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Rod ends in bending

Posted by Thomas Kimsey 
Thomas Kimsey
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Rod ends in bending
September 19, 2014 08:33AM
Saw this in the latest episode of launch control. Why would Vermont SportsCar risk suspension failure by attaching their knuckle/upright this way. Sure it gives you adjustability but in a Global Rallycross car I would think durability would be preferred. Those threads are never going to be good in shear.




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fiasco
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Re: Rod ends in bending
September 19, 2014 09:43AM
Durability? For a ten minute event?



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Thomas Kimsey
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Re: Rod ends in bending
September 19, 2014 09:45AM
Quote
fiasco
Durability? For a ten minute event?

Have you seen those guys drive? They don't use a steering wheel to turn, they use each other.
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Robert Culbertson
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Re: Rod ends in bending
September 19, 2014 11:30AM
While they are not ideal, if they are big enough you won't have an issue. It's not the best reasoning, but sometimes big and simple wins over lightweight and complicated.

You can also get camber adjustment done very quickly, where with shims it will take a bit longer (unless you're really well prepared with a good design).

Those uprights seem a little crude though , but very simple.
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Thomas Kimsey
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Re: Rod ends in bending
September 19, 2014 12:01PM
Quote
Robert Culbertson
While they are not ideal, if they are big enough you won't have an issue. It's not the best reasoning, but sometimes big and simple wins over lightweight and complicated.

You can also get camber adjustment done very quickly, where with shims it will take a bit longer (unless you're really well prepared with a good design).

I agree that it is easier. Also they look nicer than a fat stack of shims. I just think it is funny that one of the big No-Nos of suspension design ends up on well funded cars. Also shims suck to change if there is safety wire involved.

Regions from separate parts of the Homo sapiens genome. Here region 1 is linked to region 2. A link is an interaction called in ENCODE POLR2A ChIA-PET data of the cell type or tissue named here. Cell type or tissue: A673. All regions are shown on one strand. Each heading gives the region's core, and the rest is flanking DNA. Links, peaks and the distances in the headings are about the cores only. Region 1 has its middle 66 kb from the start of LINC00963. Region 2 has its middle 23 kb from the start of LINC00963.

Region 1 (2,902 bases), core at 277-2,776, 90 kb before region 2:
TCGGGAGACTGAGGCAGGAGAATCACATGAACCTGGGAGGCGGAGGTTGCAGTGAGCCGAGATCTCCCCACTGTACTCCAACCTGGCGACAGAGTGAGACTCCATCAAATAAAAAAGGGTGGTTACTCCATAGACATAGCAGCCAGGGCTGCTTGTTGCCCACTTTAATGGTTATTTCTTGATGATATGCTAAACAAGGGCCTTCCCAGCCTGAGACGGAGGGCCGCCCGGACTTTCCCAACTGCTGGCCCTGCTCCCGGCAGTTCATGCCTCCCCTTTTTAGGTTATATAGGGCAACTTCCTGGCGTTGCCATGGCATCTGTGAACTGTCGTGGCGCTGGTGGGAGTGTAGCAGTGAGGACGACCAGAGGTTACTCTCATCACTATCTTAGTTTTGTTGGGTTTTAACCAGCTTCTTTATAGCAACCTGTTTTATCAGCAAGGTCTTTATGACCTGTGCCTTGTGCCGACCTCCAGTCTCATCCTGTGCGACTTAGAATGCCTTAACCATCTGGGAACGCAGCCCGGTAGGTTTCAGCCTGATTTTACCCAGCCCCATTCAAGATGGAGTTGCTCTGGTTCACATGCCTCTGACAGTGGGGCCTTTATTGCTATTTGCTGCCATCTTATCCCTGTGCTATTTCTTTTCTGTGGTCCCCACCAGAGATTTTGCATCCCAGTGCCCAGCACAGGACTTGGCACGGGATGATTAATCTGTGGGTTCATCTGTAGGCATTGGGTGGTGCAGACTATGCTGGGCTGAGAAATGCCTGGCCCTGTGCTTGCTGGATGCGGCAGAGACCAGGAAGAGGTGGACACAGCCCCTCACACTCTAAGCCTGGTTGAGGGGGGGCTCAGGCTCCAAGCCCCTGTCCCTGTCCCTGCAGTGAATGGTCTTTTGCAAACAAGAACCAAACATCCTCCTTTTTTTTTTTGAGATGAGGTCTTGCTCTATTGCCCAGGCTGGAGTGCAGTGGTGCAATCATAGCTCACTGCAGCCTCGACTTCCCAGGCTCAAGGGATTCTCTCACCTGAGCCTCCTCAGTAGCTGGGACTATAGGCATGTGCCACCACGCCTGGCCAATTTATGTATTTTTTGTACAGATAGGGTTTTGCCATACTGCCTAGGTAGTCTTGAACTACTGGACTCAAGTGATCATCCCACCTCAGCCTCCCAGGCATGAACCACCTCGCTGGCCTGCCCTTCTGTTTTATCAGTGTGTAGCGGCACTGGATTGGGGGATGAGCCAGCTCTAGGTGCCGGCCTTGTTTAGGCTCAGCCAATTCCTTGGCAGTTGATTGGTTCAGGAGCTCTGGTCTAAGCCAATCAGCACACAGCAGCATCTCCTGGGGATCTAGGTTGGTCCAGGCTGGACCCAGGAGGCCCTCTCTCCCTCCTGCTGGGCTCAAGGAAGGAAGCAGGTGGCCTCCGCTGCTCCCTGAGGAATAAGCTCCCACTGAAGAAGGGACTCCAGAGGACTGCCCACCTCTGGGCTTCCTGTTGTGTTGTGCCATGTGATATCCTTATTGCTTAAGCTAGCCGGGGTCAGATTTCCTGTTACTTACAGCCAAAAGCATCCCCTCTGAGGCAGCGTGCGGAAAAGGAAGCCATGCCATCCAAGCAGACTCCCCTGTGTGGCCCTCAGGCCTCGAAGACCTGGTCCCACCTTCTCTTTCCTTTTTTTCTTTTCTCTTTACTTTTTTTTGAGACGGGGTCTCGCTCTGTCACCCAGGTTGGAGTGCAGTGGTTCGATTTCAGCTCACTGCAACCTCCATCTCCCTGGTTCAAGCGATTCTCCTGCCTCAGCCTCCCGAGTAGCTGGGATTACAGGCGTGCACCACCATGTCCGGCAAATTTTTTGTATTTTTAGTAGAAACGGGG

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Re: Rod ends in bending
September 19, 2014 12:23PM
Thats definitely not the brightest crayon in the box to be using rods ends like that.... but its easy and cheap to fabricate, fix and replace on site. Best option would be to use uniballs but that makes it a more complicated upright design, and will need a strong kingpin.

The only think keeping that wheel from flying off is that toe arm, if that fails for some reason, it will snap the other 2 rod ends so quick that they'll never know what failed first.

But shirley they know betterer
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Re: Rod ends in bending
September 19, 2014 01:29PM
Wait, I'm a bit confused. How is the toe arm different? What am I missing?

Is the thought that the rod ends would rip from the suspension arms? Or is it the little U channels the ends go into, and that bolt being sheared?



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Thomas Kimsey
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Re: Rod ends in bending
September 19, 2014 01:40PM
Quote
Dazed_Driver
Wait, I'm a bit confused. How is the toe arm different? What am I missing?

Is the thought that the rod ends would rip from the suspension arms? Or is it the little U channels the ends go into, and that bolt being sheared?

The issues with rod ends in bending is the threads. Threaded material is good in taking forces in tension and compression but not really in bending. What happens is the threaded part bends and deforms. It may even bend and then you get shearing loads at the threads and the result is the rod end breaking off at the threads. You can also have distortion in the spherical and cause that to seize. In road race cars the main cause of rod end failure is braking since the super sticky tires facilitate massive grip and massive load. In rally applications you have the grip and the track roughness to worry about.